Spring 2022 • Reading Group
Positive constitutionalism and effective government: The U.S. in Comparative Perspective
Exam Type: No Exam
The conventional understanding of the U.S. Constitution is that it is a “negative” constitution, which provides primarily for what government cannot do, rather than for what government must do. But this account is incomplete, for it was also plainly a purpose of the 1789 Constitution to bring into being a working government that could effectively provide for the general welfare and national defense, while at the same time securing liberty and related rights, and establishing justice. The Constitution’s structural articles include a number of “shall” commands (for example, in Article I that a census “shall be made” every ten years, or in Article II that the President “shall take care that the laws be faithfully executed”). This reading group will explore how there has come to be so much focus on the “negative” aspects of the Constitution, and read leading critiques and defenses of this understanding. Considerable scholarly debate is found over the meaning—positive or negative—of the Fourteenth Amendment’s safeguarding of “the equal protection of the laws;” we will explore such debates and also consider the views of political scientists and historians about the animating purposes of the original Constitution. We will consider the issue of positive constitutionalism both through the perspective of justiciable rights and through the perspective of obligations, whether or not justiciable, that the Constitution imposes on constitutional actors outside the federal courts – including members of Congress and the President, and members of state legislatures and Governors. And we will consider the issue of positive constitutionalism both from the perspective of the Constitution as it originally came into force and from the perspective of the Constitution as it has changed over time. Our discussion will be informed by brief consideration of other constitutional democracies whose constitutions are understood to impose positive duties on government and in which courts take various postures to the possibilities for judicial enforcement of those duties.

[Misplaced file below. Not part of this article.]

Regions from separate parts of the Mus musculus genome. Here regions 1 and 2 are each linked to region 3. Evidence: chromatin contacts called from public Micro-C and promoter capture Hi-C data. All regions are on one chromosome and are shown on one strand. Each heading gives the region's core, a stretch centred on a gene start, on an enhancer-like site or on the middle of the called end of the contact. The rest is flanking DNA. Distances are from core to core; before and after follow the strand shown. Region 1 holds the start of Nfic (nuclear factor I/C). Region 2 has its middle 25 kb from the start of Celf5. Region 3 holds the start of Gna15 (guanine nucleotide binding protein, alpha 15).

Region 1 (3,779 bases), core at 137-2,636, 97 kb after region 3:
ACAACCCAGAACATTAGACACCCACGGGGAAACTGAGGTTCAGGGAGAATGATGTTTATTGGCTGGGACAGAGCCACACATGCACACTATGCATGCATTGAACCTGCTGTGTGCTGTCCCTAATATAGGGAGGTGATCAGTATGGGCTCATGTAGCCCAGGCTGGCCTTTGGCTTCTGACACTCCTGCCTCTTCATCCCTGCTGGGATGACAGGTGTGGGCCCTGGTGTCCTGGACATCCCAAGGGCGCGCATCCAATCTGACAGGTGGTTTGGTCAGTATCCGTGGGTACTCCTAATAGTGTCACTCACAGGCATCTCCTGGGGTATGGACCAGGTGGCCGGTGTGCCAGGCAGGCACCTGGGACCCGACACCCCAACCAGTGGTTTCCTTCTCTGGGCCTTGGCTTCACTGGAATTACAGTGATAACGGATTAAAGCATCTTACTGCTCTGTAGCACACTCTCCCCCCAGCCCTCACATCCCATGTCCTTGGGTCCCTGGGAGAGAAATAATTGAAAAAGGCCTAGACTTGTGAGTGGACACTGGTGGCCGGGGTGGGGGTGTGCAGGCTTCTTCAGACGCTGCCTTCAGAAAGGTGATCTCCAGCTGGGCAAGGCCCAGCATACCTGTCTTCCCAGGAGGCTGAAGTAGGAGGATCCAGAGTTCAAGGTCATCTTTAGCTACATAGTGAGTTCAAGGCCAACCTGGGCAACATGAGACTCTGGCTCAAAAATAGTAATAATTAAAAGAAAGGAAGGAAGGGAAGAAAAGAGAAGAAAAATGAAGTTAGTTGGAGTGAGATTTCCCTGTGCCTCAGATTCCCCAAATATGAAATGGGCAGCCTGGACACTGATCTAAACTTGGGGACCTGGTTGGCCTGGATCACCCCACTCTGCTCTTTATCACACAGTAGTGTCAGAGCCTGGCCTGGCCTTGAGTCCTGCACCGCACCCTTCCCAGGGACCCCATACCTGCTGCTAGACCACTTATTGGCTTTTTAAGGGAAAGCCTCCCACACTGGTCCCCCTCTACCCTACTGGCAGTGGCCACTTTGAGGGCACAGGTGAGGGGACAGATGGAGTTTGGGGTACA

Note: This reading group will meet on the following dates: 1/25, 2/8, 2/22, 3/8, 3/29, and 4/12.